Until a couple of years ago, a few multinational companies were selling hi-tech sugar harvesting machines in India for over Rs1 crore. While the machines were a big relief for the labour shortage plagued sugarcane grower community, affordability was an issue. Also, the hi-tech machines did not suit the requirements of Indian farmers. After sales service too was a problem. That was when Rajkot-based farm machinery maker Tirth Agro Technology came out with an Indianised, less tech-intensive and rugged version of sugarcane harvesters. The machine was priced at about Rs85 lakh. Soon the company was able to kill the monopoly of multinationals in the market. So far, the company has sold over 200 such machines across India.
Indeed, Tirth Agro sells many variants of mechanised farm equipment across the crop cycle from seed preparation, sowing and planting, crop management to harvesting and crop residue management under its brand name, 'Shaktiman'. It is the winner of Business Todays 'Best SME award' in the agriculture and allied sector. "Very often farmers are only comfortable with rugged machines that suit Indian conditions. So, first we develop a machine and then extensively sell the concept to farmers through demonstrations. That is how we create a market for our machines", says Ashwin Gohil, Chairman of Tirth Agro Technology, set up in 1997 by late Ladhubhai Gohil, a farmer from Halvad in Surendranagar district of Gujarat.
From trading of farm implements, the 100 per cent Gohil family-owned Tirth Agro progressed to become an organised manufacturer of tractor drawn and self propelled farm machinery. With 650 dealers and 50 distributors across India, it has a good share of the organised agricultural machinery market. The company's products are exported to 60 countries and its claims to be the largest rotary tiller manufacturer in the world.
Tirth Agro invests 5 per cent of its revenues every year in R&D, says the chairman. It introduces three-four new products every year. Farmers are brought to the factory premises to test the machines at a 100-acre farm owned by the Gohils. "Our manufacturing facility is spread over 60,000 square feet and has the capacity to produce 125,000 tillers a year," says Ashwin Gohil, who is supported by his brother and Managing Director Hasmukh Gohil. In 2015/16, the unlisted company has disclosed that it has posted a turnover of Rs561.7 crore and Profit After tax (PAT) of Rs24.9 crore.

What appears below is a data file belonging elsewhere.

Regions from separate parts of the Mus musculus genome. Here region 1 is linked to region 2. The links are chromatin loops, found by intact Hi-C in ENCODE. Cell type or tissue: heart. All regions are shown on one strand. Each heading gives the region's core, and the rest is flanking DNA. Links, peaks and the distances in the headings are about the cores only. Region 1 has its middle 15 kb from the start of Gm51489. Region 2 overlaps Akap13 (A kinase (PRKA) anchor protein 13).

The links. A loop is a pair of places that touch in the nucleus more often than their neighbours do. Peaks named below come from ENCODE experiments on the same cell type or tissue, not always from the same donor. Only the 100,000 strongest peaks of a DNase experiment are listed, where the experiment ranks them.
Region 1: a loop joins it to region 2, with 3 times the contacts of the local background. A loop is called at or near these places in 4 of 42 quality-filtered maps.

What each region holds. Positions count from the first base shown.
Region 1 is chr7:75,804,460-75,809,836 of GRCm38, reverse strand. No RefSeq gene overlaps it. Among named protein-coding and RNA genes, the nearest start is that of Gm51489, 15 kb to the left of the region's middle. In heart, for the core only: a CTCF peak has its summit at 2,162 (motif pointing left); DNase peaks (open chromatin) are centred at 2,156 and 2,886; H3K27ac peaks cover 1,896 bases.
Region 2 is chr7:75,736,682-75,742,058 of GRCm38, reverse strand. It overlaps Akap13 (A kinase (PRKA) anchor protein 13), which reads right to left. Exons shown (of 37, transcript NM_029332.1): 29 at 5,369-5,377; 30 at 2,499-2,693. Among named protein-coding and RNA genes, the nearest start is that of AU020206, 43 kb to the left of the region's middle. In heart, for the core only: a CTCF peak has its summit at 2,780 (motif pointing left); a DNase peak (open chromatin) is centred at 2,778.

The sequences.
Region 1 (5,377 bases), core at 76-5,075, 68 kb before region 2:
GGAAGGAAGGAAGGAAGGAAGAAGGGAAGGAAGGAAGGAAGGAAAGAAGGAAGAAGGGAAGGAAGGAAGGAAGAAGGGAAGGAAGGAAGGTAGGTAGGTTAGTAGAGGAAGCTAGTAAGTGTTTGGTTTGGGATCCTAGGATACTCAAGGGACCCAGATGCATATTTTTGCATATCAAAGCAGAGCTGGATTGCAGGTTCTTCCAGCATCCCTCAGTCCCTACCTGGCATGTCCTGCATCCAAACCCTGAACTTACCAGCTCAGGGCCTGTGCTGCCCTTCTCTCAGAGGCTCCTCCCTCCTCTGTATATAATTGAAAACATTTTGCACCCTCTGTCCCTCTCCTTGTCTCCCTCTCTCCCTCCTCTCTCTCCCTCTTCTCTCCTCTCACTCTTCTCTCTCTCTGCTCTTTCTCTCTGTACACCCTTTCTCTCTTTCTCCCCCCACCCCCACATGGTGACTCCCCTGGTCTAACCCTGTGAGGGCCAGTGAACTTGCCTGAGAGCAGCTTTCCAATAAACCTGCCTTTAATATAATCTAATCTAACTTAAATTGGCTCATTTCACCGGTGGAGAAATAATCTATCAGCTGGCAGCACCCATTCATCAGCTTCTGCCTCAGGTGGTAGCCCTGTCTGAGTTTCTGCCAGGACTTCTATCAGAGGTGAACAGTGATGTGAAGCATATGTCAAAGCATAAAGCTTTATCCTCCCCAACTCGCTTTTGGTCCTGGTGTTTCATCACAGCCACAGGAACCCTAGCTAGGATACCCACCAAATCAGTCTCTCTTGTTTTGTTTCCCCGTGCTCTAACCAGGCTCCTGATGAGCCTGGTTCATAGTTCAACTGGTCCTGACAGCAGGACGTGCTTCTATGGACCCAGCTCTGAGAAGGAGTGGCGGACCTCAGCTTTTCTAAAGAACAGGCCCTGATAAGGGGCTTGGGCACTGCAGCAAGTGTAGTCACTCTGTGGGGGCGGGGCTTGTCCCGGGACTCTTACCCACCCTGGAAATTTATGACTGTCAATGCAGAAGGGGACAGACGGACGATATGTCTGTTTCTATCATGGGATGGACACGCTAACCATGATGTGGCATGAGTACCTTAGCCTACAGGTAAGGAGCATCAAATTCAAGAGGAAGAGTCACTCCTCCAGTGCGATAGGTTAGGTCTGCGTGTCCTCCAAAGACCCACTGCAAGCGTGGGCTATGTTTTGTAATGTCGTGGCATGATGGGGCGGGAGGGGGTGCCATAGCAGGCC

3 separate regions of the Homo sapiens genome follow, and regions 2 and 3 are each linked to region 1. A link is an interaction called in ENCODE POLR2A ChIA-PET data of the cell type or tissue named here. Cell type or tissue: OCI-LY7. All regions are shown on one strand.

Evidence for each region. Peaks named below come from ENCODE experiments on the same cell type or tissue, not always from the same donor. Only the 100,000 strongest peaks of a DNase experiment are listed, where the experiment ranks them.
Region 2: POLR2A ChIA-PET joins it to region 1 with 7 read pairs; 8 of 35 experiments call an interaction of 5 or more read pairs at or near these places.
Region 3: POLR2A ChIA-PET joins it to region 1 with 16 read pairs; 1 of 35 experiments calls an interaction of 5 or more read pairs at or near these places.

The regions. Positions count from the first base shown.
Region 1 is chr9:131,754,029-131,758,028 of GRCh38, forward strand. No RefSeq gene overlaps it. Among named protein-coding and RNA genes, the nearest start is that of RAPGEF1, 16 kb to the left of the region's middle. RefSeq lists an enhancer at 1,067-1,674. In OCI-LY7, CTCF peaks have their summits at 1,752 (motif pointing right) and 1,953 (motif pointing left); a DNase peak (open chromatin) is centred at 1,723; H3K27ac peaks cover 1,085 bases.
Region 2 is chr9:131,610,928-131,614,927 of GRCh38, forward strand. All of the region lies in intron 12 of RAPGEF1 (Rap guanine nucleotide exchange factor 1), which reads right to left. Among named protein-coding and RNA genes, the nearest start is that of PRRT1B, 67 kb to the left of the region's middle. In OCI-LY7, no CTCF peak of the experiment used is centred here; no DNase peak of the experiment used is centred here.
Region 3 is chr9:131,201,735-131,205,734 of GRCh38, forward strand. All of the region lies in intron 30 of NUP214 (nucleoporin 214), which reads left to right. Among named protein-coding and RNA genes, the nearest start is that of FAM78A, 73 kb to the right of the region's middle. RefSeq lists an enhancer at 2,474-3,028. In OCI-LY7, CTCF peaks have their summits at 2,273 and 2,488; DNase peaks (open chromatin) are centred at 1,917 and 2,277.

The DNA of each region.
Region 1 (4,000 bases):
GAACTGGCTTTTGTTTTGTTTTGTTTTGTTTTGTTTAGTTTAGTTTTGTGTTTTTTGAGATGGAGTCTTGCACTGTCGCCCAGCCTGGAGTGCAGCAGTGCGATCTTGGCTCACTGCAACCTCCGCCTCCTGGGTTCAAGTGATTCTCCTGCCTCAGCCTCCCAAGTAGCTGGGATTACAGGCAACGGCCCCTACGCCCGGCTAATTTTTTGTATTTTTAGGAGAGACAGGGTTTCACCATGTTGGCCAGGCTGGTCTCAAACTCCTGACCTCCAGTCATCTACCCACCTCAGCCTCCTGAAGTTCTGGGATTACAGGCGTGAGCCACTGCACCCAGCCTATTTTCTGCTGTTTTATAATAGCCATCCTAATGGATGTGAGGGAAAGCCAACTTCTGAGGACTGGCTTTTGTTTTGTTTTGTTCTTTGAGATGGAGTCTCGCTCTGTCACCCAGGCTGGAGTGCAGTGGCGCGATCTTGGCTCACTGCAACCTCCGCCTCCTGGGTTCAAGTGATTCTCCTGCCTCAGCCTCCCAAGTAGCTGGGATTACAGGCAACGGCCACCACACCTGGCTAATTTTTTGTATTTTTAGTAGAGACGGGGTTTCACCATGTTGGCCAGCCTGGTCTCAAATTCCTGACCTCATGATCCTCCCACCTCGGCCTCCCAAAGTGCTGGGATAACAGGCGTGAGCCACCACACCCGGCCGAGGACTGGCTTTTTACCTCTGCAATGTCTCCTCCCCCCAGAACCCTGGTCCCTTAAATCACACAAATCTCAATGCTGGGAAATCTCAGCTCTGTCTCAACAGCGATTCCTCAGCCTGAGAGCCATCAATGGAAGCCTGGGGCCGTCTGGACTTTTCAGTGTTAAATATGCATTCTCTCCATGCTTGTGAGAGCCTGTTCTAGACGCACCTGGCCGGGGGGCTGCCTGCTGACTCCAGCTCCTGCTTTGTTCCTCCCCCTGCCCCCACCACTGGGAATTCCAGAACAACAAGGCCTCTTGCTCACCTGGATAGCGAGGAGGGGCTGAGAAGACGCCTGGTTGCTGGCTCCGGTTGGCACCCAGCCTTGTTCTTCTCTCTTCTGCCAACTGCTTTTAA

Aswin Gohil says the company will more or less mirror its performance last fiscal -- expanding revenues at over 10 per cent -- in 2016/17 as Tamil Nadu, one of its major markets has been facing severe drought, though it has done good business in Maharashtra and Madhya Pradesh. The company hopes to grow over 20 per cent next year if the government's plans to promote agriculture with new schemes take shape by then. Agriculture mechanisation in India is just 2 per cent of the area, compared to 30 per cent in the developed world. So, farm machinery has not developed as a large scale industry in India and is not more than a Rs4,000 crore sector, but is growing at 10-15 per cent annually, says Ashwin Gohil.
Brijen Sampat, Advisor to Tirth Agro, notes that mechanisation is the only option for India as availability of labour for working in open fields is coming down every year. "Affordability is an issue for farmers, though government subsidies and initiatives of farmer co-operatives help to promote mechanisation of agriculture. Investments of Rs1 lakh plus in a rotary tiller can be recovered within three years with improved productivity," says Sampat.
Ashwin Gohil asserts that that the business has huge potential. About 6.5 lakh tractors are sold in India every year but only 1.5 lakh of them are fitted with agricultural machinery. Similarly, the company's products are getting acceptability in emerging markets.
While exports currently constitute only about 20 per cent, the share is rising every year. "We have created capacities that can generate over Rs2,000 crore of revenue a year and hope to achieve that in the coming 4-5 years", says Gohil.
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